Recently I built a small service that periodically connects to all of our Kubernetes clusters in a given Google Cloud Platform project and reports on what is running in each one. As part of building this service, I had to solve a pretty basic problem: how do I connect to GKE cross-cluster (or even cross-project)? A service running in Kubernetes can talk to its own cluster pretty trivially, but going cross-cluster means thinking about authentication. In this article, I’ll share some Go code to allow GKE-hosted services to connect with external clusters using Google Service Account permissions.
At the outset, I figured that what I wanted to do must be possible, since this is exactly how
gcloud container clusters works. Running a command like:
creates or updates a local
~/.kube/config file. This config file is how
kubectl actually connects to GKE clusters using GCP credentials. I just needed to mimic the same pieces in a Go server. Should be pretty easy right?
If you just want the answer, feel free to jump down to the end and copy-paste my final solution! But if you’re interested in how I got there, read on.
Searching the internet was my first task, but unfortunately I couldn’t find exactly what I needed
The first answer I found on the subject suggested, as one possible solution, bundling the
gcloud binary with my service, and having my service literally run
gcloud container clusters at runtime. I found that idea problematic:
gcloudwould add significant complication to the service image build; I’d be going off rails from the streamlined build process we already have in place for Go services
gcloudis ultimately a stateful operation in the container; I wouldn’t be able to write encapsulated code and forget about it, or analyze multiple clusters in parallel without worrying about mutable config state.
The second answer I found suggested producing a valid
~/.kube/config file in advance, bundling it with my service, and using that to connect to various kube clusters. That didn’t work for me either; I wanted my service to be fully dynamic, not something I’d have to rebuild and redeploy whenever we added or removed a cluster. But the article did give me an idea...
Digging deeper into the library code
If all I needed was a valid
~/.kube/config, then ultimately I just needed to see how the information in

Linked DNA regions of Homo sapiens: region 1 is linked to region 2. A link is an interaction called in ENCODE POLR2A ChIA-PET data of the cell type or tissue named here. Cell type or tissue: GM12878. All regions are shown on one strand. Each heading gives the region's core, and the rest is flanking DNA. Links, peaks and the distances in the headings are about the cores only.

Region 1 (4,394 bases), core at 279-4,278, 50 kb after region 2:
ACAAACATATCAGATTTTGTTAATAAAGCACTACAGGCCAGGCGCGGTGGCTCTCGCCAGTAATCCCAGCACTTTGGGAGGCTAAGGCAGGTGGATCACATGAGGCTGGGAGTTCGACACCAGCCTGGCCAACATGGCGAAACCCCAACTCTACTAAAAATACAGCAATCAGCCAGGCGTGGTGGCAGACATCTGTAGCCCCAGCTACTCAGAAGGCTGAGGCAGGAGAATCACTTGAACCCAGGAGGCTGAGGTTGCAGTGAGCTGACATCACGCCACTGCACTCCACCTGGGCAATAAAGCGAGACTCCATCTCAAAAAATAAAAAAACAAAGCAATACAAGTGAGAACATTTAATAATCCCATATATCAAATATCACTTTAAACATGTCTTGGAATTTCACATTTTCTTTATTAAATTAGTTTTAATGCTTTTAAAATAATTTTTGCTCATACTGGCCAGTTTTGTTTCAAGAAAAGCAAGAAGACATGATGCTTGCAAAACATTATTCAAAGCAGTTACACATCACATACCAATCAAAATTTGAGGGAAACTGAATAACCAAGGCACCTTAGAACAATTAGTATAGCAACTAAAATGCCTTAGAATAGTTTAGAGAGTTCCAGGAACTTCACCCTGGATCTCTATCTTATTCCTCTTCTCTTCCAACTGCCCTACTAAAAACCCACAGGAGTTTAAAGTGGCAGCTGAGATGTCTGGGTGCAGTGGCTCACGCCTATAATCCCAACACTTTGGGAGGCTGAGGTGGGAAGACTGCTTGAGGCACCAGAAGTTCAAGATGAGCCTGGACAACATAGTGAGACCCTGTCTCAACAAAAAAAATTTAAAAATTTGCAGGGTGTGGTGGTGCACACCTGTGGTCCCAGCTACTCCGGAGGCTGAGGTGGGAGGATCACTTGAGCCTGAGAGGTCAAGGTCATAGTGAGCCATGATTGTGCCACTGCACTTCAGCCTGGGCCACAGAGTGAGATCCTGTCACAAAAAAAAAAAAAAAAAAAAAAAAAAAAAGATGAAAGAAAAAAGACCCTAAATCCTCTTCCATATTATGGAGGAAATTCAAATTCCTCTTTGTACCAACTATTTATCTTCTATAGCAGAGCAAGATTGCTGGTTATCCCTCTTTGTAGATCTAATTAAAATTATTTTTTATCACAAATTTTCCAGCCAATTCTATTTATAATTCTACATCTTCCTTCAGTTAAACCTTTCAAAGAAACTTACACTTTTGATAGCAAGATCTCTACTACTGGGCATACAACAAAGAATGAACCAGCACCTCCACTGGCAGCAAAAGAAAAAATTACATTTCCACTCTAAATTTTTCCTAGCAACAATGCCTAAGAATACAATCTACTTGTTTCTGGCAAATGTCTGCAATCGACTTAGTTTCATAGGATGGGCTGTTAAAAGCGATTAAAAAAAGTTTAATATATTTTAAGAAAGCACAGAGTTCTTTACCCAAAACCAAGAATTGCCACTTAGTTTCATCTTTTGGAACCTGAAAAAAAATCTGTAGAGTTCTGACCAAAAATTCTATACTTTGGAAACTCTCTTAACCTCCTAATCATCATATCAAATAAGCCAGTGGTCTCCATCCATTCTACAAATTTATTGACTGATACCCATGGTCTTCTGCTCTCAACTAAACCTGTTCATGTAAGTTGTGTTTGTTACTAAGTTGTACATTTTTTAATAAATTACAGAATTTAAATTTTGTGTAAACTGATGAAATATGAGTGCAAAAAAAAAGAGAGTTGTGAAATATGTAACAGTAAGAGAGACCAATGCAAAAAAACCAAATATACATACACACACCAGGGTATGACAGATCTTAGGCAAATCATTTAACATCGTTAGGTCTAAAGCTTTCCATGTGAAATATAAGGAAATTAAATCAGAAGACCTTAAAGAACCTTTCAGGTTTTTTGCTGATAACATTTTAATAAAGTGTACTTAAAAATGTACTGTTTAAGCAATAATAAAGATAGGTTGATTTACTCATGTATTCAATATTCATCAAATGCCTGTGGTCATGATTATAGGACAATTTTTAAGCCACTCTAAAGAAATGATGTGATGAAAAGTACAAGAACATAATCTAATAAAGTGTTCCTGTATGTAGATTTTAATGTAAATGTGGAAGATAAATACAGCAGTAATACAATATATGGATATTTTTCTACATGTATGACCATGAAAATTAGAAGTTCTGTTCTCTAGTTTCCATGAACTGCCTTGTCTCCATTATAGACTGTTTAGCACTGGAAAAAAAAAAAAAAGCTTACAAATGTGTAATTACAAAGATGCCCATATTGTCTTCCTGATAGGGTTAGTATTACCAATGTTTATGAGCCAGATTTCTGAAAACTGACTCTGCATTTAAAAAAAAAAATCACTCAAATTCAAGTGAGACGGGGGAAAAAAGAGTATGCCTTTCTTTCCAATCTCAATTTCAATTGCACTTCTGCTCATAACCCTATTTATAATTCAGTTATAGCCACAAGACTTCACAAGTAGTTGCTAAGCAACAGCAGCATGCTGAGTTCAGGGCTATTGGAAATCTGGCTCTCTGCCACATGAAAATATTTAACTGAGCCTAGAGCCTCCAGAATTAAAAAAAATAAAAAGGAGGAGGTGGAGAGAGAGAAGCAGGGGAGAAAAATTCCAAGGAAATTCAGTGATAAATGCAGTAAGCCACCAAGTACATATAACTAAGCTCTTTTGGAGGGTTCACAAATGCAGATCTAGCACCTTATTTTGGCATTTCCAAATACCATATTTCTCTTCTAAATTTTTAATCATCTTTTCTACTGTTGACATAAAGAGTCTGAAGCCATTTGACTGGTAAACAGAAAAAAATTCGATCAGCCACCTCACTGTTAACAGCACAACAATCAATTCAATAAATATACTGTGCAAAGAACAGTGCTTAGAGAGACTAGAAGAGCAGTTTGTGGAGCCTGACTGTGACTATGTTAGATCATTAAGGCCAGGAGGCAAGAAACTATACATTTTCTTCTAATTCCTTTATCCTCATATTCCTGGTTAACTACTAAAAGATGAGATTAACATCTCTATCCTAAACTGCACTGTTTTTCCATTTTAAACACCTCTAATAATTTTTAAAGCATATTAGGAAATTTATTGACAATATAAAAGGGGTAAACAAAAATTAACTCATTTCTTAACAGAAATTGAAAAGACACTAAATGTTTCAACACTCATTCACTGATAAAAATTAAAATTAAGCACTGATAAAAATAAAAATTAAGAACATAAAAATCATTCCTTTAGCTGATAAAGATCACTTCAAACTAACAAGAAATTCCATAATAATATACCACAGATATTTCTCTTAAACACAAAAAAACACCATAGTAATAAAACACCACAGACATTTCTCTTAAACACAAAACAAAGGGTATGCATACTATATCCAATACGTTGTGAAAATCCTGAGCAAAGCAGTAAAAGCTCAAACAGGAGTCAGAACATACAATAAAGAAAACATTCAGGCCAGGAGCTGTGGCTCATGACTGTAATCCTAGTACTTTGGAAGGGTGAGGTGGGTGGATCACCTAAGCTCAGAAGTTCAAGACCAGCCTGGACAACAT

~/.kube/config was used in the Go library code, and try to reproduce the same behavior in memory. With that in mind, I went diving into the code in
k8s.io/client-go/tools/clientcmd/api to see what was going on under the hood. I soon discovered that
Is the Go type that represents
clientcmd.NewNonInteractiveClientConfig. These would be the key to creating a usable
kubernetes.Interface to a particular cluster.
Trial and Error
My process for getting there was fairly straightforward, if a bit trial-and-error. My idea was to see if I could produce a valid
kubectl would accept and successfully operate with. I figured if I could do that, I’d be most of the way there.
I used a
svc.Projects.Zones.Clusters.List for the GCP project id I was interested in, and using
- as the zone. This returned a list of all the k8s clusters in a given project, and blessedly included all of the information I’d need to construct my
clientcmd/api.Config. I then iterated on my code, dumping the resulting config to disk and comparing it to my existing
gcloud container clusters had produced. Eventually, I was able to produce a minimal
kubectl itself could actually use to successfully run:
Once I got the config working for
kubectl, I needed to get it working in Go. It wasn’t too hard to stitch together the right construction:
CurrentContext bit is part of what makes the encapsulation work well, I can specify the active cluster I want per k8s client, but the general config is immutable and can be shared across any number of k8s clients.
Last missing piece: GCP auth plugin
My first attempt failed with this error:
no Auth Provider found for name "gcp". Thankfully, this time around the internet gave me exactly what I needed (https://github.com/kubernetes/client-go/issues/242). All I needed to do was add a magic import to wire up the “gcp” auth provider:
As soon as I added that import, everything suddenly worked.
To put it all together, here’s a fully working sample, a simple Go binary you can run even on your local machine. (You just need to
gcloud auth login and then try to connect to a GCP project you have access to.)
I hope you find this solution useful! At FullStory, we always like to go the extra mile to make our services as clean, stateless, and resilient as possible. If you have a passion for building solid backend systems or helping manage production systems, we’re always looking for people like you. :)